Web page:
If you are going to say something "true" about the real world, then you must speak the language of science, and you must play by science's rules.

And if you wan't to speak the language of poetry and metaphor, then you must accept that here "truth" is itself a poetic expression, and cannot trespass into objective reality.

Far too many preachers, prophets and other religious demogogues have hurt humanity by breaking those very rules.

I love poetic expression.

Those that use it to cheat people into believing falsehoods about objective reality do not. They do violence to poetic expression.

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Answers in Gene Simmons

Answers in Gene Simmons wrote:

Just for fun, let's say that the transporter does not have to take you apart. It can copy you nondestructively. Which you is you?

 

 

what I'm saying is both, but it wouldn't affect us a bit, because still, impulses wouldn't travel between our brains.

and I have a reason to think so, as I've stated in a previous post.

 

The so called "identity" is merely a property of our brain, an exact copy of that "identity" would have the exact same properties.

And for anyone to prove that wrong, they would have to prove that there's something more to matter than we allready know. Something that would distinguish any same particle from another.

 

or am I way off?


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Lundburgerr wrote:oh yeah

Lundburgerr wrote:

oh yeah well there's no reason to believe it has to be an exact replica down to the very atom.

because large parts of your body doesn't look like they did 10 years ago, but still you're the same person.

what would be interesting to discover though is what part of our body that hasn't changed, it might be a very small and simple part of us.

 

This brings up an interesting thought experiment: You and your best childhood friend always spent summers at a lake, spending days rowing about, sightseeing in a small boat. Your friend moves away, but you keep the boat up, replacing parts as the become rotten or worn. You've eventually replaced EVERY SINGLE part on the boat. At some point your friend gets back in touch with you and is able to visit. You two get in the boat and he says "Wow, you've still got the same boat!"... Is he right?

 

One could argue that, no we aren't the same people we were 10 years ago. We've got 10 years of experience affecting who we are.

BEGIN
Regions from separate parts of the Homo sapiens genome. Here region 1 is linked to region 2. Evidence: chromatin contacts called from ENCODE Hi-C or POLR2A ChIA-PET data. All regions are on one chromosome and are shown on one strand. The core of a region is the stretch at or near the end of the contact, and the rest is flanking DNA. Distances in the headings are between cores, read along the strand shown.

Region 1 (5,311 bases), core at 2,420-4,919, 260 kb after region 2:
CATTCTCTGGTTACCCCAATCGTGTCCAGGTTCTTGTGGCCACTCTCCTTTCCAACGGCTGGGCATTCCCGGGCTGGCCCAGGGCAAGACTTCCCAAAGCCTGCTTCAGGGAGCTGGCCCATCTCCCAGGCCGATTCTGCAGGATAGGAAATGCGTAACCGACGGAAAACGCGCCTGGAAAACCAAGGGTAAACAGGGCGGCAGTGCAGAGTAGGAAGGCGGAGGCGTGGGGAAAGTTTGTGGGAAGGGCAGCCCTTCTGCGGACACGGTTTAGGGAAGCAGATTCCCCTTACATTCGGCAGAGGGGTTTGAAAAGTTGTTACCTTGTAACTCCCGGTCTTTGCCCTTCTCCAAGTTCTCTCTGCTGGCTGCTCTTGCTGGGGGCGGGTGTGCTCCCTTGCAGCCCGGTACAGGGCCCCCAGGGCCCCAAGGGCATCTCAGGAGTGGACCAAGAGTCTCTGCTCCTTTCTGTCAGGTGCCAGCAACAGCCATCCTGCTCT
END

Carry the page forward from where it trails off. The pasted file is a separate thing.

-Triften


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triften wrote:Lundburgerr

triften wrote:

Lundburgerr wrote:

oh yeah well there's no reason to believe it has to be an exact replica down to the very atom.

because large parts of your body doesn't look like they did 10 years ago, but still you're the same person.

what would be interesting to discover though is what part of our body that hasn't changed, it might be a very small and simple part of us.

 

This brings up an interesting thought experiment: You and your best childhood friend always spent summers at a lake, spending days rowing about, sightseeing in a small boat. Your friend moves away, but you keep the boat up, replacing parts as the become rotten or worn. You've eventually replaced EVERY SINGLE part on the boat. At some point your friend gets back in touch with you and is able to visit. You two get in the boat and he says "Wow, you've still got the same boat!"... Is he right?

 

Whether or not we would define it as the same boat is maybe out of less interest, because surely, it's not built up with the same particles so in a way it's a different boat.

However it's functions would still be the same. And that is what I believe our "identity" is, just a function, a mere product of our human mind, and that function can be replicated.

 

 

triften wrote:
One could argue that, no we aren't the same people we were 10 years ago. We've got 10 years of experience affecting who we are.

 

No I wouldn't say we're the same people now as then, however, I still feel like I am I the same way I did 10 seconds ago or 10, my veiws on myself and everything around me might change, but I still feel like I am I, and that's good enough for me.


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A question to someone who

A question to someone who knows:

 

suppose we have braincell in our body that lives with us our entire lives.

And even though the braincell is seamingly the same, isn't it possible though that it's buildingblocks consisting of whatever molecules and atoms it's built of, have been replaced over time?


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Nikolaj: Finally someone,

Nikolaj: Finally someone, who's list of forbidden words is shorter Smiling Well, then poetically said, we can have a twins of the same soul, or even two completely unrelated people, of the same soul. This could solve the question of an inner identity - they belong to each other, this is poetically possible. However, is it possible that a person alone may belong to his/her soul?

triften wrote:

This brings up an interesting thought experiment: You and your best childhood friend always spent summers at a lake, spending days rowing about, sightseeing in a small boat. Your friend moves away, but you keep the boat up, replacing parts as the become rotten or worn. You've eventually replaced EVERY SINGLE part on the boat. At some point your friend gets back in touch with you and is able to visit. You two get in the boat and he says "Wow, you've still got the same boat!"... Is he right?